These are what we call the 'YMMV items.' Things that some people find in this work. We call them 'your mileage might vary' because not everyone sees these things in the same way. This starts discussions in the trope lists, a thing we don't want. Please use the discussion page if you'd like to discuss any of these items.
The book was a famous bestseller in its day and indeed in its year of publication(in the 1920s) created a wave of interest in what was, even then, a bygone era and was highly regarded by the likes of Jorge Luis Borges. Scorsese had wanted to adapt it since the 1970s.
Out of the 5 actors nominated for the Best Actor Oscar that year, Daniel Day-Lewis was the one who received the most prior awards for his performance, winning several awards (including the BAFTA and the SAG). Coming into Oscar night, Day-Lewis was the likely favorite, and yet he didn't win.
Awesome Ego: There are two occasions when Bill responds to a cheering crowd with a dismissive, even bored, royal wave. Rather than coming off as pretentious or pompous, his arrogance comes across as so totally justified that the moments appear on the Moment Of Awesome page.
I thought that was just another one of the many examples of hellish symbolism that crop up throughout the film. Attention is repeatedly drawn to bits of scenery or striking imagery that make it seem like the Five Points are Hell (young Amsterdam being sent to "Hellgate" school and eventually passing through it and returning to the Five Points after throwing away his Bible, the devil puppet with "Satan's Circus" written underneath it, Bill arriving on a fire truck that seems to be pouring red smoke before taking his place on a makeshift "throne" surrounded by fire and fighting etc.), and the silhouettes cavorting in front of an inferno seemed to be part of that.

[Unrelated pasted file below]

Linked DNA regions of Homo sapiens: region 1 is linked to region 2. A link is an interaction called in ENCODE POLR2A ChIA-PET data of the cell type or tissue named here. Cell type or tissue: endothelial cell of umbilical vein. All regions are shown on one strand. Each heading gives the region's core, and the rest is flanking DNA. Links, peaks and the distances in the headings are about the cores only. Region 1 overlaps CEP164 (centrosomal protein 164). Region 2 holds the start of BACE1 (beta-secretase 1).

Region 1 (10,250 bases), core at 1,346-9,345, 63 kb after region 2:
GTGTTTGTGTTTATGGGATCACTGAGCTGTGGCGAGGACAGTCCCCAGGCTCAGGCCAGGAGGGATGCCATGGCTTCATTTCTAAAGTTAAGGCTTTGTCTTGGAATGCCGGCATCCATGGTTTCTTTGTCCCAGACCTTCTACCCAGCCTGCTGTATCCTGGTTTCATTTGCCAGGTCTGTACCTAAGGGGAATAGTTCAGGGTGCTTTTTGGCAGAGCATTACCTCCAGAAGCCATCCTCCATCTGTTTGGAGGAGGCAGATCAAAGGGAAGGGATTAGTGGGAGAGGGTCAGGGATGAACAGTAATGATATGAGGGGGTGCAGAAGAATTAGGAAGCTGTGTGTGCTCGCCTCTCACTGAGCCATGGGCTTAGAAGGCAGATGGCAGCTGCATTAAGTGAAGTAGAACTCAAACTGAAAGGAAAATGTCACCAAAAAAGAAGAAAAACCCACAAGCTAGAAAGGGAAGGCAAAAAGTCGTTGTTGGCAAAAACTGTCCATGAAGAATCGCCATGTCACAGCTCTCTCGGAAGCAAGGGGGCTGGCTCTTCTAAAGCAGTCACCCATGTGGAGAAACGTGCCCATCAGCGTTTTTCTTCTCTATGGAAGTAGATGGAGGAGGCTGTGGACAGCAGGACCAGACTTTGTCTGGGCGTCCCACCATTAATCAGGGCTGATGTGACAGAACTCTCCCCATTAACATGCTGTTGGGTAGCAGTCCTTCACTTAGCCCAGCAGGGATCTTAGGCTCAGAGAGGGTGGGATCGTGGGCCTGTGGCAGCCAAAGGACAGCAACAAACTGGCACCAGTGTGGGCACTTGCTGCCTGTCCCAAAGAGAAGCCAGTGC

Draco In APimping Top-Hat: Bill Cutting. Not that anyone else in the movie is a good person, but for some reason Bill gets lionized above others due to his Badass factor.
Harsher in Hindsight: A lot of the anti-immigrant viewpoints of Bill's gang and the Know-Nothing Party are eerily similar to anti-immigration rhetoric in America today.
Nothing new under the sun. America has gone through repeated periods of anti-immigration extremism. Usually the previous major immigrant group is at the forefront of opposing the newcomers.
Hilarious in Hindsight: Daniel Day-Lewis played Abraham Lincoln in Lincoln. Extremely hilarious when you think about Bill the Butcher shouting "Down with the Union!" during a performance of Uncle Tom's Cabin and throwing a knife through a picture of Lincoln earlier in the film. Made even funnier with the fact Day-Lewis was nominated for Best Actor Oscars for both roles and won with Lincoln instead of Gangs.
Also, Bill's rival in this movie was played by Liam Neeson, who not only was the original choice for the role of Lincoln, but gave a notorious Take That against Day-Lewis and his Method Actor style in an interview, claiming that he could rely on his own acting talent for a role and didn't need to "live like the part" the way Day-Lewis is famous for.
The plot of the movie could easily be described as Kill Bill.
Even better: the DVD includes a trailer for that movie.
Particularly remarkable because Bill does not display the flawless complex planning or subtle manipulation that are normally associated with magnificent bastards. In fact, it is quite clear that he knows he's fighting a losing battle, and will go down fighting anyway for his principles, but is also a hypocrite with some of those same principles. Despite these significant failings, he is such an electrifyingly charismatic character that he manages to inspire awe rather than disgust. All kudos to Daniel Day-Lewis for managing to pull this off so gloriously.
Lawful Evil: Bill. He follows his own code and is definitely the guy in charge in the five points. He believes wholeheartedly in the rule of law, albeit his own.